Retaking can inflate scores on certain tests "a massive amount," says Andrew Ho, a student measurement expert at Harvard's Graduate School of Education. Of course, there are computer glitches and other mitigating circumstances where a do-over is fair game. But in general, he added, "it should be painfully obvious that whenever there is an incentive for teachers and administrators to increase scores ... retests should be recorded, monitored and tracked."

When Borja proctored tests in the Learning Lab at Rocketship Alma, teachers often brought in students to retake tests, he said. "They would have me retest students even though higher-ups would say don't." He said that his superiors found retesting to be so rampant that they disabled the refresh button the following year.

Borja provided NPR with four emails sent from Rocketship Alma teachers referring to or requesting NWEA retakes for their students in 2014.

"They did not spend enough time on the test or I believe there was a lack of effort," wrote a teacher who requested retakes for three students. "I heard we were offering more retakes this year," wrote a second teacher, referring to a student who scored "below her ability."

The retesting "was alarming to me," says the current Rocketship teacher. "They would come up with random excuses: This wasn't the proper environment; they lacked sleep; didn't eat breakfast well; they weren't focused; I know they can do better." When he raised concerns, he said he was told, "Your salary is based on this" — which wasn't true, as Learning Lab supervisors didn't get merit pay.

This teacher also said he saw third-grade students brought into his lab to retake California's state-mandated test.

A student in Jordan Wise's third-grade literacy class sits alone.
/ Preston Gannaway for NPR
Preston Gannaway for NPR
A student in Jordan Wise's third-grade literacy class sits alone.

A spokeswoman for NWEA says that whenever a test is restarted or retaken, the reason should be documented in writing to preserve the validity of the test. A spokesman for the California Department of Education says, "An appeal to disregard or retake the test would have to be filed with the state and the state would consider it on a case-by-case basis," and that students being distracted, or not getting a good breakfast, would be considered "weak" rationales.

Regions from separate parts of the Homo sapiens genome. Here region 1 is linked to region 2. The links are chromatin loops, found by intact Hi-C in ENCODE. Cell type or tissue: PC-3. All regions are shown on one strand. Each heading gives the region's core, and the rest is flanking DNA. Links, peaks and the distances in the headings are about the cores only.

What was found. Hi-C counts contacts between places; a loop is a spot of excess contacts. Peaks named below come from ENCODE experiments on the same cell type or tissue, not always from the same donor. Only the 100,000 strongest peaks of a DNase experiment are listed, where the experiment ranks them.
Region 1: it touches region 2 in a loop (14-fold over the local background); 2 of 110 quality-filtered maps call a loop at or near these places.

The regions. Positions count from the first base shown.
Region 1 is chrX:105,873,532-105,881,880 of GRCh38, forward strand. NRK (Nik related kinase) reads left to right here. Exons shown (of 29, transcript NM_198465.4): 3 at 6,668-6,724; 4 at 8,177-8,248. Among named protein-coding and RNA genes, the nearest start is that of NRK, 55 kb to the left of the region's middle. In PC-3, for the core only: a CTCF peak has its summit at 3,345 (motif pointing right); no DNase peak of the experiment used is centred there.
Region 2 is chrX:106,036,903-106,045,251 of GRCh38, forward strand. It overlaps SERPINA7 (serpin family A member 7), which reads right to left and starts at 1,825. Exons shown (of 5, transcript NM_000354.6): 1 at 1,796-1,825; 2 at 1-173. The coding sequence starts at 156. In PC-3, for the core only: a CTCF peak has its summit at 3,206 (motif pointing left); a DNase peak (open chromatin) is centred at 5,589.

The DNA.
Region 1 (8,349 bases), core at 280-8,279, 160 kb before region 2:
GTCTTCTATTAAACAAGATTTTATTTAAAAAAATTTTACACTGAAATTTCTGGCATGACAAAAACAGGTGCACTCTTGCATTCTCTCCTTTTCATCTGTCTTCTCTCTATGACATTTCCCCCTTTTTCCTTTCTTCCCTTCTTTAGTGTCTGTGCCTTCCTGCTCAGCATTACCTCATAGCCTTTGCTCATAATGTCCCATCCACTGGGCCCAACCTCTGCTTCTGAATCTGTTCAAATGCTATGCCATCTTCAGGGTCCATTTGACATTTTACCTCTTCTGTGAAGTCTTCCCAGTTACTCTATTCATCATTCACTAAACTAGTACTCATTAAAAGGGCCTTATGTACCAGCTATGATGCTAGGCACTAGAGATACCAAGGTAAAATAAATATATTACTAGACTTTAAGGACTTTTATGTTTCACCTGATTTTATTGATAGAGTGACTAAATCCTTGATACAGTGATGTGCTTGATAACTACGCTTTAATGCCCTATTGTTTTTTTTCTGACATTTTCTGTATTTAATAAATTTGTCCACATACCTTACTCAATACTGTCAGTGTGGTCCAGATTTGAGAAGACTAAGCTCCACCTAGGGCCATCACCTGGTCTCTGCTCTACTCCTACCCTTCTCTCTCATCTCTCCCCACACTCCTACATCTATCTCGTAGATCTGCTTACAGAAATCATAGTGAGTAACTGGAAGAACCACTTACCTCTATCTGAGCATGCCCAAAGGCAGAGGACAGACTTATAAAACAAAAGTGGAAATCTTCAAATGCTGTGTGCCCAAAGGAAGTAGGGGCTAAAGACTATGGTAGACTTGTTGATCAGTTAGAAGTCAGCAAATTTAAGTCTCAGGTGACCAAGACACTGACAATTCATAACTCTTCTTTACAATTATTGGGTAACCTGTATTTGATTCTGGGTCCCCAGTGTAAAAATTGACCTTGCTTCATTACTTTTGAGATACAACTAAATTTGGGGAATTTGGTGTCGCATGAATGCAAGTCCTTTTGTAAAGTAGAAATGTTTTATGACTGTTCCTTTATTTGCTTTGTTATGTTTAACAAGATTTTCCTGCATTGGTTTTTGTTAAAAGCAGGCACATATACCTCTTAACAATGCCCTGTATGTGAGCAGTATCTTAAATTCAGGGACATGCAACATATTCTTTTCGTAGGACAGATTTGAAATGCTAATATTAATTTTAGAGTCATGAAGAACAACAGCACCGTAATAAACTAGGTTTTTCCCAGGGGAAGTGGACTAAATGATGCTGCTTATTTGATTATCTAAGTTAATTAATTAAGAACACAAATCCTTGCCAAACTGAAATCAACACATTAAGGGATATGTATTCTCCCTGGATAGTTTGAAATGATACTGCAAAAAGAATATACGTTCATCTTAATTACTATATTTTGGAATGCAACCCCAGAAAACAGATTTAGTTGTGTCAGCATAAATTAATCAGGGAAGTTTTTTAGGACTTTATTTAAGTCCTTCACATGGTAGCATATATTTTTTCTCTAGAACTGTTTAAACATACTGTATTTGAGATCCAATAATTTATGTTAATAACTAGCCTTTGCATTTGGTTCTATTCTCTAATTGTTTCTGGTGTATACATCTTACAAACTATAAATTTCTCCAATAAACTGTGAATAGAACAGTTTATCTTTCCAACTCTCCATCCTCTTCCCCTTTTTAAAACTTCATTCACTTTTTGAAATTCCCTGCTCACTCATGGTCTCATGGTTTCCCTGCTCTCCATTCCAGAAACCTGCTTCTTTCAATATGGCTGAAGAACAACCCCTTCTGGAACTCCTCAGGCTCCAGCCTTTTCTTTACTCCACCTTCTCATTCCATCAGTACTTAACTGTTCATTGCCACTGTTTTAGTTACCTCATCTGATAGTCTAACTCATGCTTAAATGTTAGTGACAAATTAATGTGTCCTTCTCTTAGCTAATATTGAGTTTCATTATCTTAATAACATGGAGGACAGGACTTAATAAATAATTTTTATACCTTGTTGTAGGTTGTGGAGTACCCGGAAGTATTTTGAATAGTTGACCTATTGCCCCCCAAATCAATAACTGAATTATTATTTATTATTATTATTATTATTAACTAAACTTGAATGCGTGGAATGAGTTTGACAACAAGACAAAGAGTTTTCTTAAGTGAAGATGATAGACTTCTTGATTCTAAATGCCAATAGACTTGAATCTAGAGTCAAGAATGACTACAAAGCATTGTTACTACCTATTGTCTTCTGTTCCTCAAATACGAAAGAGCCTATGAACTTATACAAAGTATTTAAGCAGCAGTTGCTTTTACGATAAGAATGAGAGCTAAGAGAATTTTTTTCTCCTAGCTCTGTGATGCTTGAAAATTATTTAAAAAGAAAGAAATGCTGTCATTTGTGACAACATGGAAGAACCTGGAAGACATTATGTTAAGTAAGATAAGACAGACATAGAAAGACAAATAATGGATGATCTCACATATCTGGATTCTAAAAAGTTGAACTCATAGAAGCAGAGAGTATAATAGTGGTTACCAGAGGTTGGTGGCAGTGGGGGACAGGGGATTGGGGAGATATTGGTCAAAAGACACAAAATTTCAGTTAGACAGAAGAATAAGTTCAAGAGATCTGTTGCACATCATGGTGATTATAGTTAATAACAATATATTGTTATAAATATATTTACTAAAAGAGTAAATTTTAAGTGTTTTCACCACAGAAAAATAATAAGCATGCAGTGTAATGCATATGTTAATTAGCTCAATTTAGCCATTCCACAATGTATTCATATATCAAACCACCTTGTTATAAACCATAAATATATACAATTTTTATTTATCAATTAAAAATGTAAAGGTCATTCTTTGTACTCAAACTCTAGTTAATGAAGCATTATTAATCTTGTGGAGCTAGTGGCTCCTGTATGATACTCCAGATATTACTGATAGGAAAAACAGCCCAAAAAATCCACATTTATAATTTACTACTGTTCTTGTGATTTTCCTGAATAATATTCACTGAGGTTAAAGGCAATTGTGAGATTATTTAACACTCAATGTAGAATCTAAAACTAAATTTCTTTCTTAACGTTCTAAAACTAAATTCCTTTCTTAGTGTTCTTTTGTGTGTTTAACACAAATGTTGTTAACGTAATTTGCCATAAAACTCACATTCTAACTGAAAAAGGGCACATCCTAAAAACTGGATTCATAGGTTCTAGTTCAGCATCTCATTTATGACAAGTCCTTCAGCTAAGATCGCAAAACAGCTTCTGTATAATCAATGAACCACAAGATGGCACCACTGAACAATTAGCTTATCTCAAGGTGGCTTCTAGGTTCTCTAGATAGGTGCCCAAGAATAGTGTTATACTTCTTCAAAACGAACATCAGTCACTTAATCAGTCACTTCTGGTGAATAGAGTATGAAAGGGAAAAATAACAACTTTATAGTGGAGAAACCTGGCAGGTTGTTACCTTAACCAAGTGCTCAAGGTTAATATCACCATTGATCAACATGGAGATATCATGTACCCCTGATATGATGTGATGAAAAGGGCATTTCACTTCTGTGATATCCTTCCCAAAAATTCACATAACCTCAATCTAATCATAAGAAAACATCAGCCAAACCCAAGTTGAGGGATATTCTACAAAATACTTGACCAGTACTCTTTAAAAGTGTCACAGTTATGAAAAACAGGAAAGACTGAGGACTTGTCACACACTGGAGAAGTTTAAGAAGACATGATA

Asked whether Rocketship students commonly retake tests, Smith said, "This is something we pay a lot of attention to. We don't want it happening." Smith stated that out of 7,000 NWEA tests given in the fall semester of 2015, only two retakes occurred.

Too much screen time?

Rocketship Schools' daily use of software, which was cutting-edge nine years ago when they began, is becoming the norm in tens of thousands of public schools nationwide.

"Personalized learning," using software to deliver instruction at the right pace for each student, is a buzzword that has entered the mainstream. That's why these schools' practices, as well as their outcomes, are worth scrutinizing.

The sheer amount of time Rocketship students are spending in computer labs, without assistance from certified teachers, on work that ties closely to testing, gives even some ed-tech cheerleaders pause.

"I think Rocketship deserves huge credit for being at the forefront of this movement before it was so popular. It takes such bravery to go first," says Brian Greenberg. His foundation, Silicon Schools Fund, has donated money to Rocketship and other charter schools with heavy emphasis on blended learning, including Summit Schools, the Khan Academy lab school and Alpha Schools.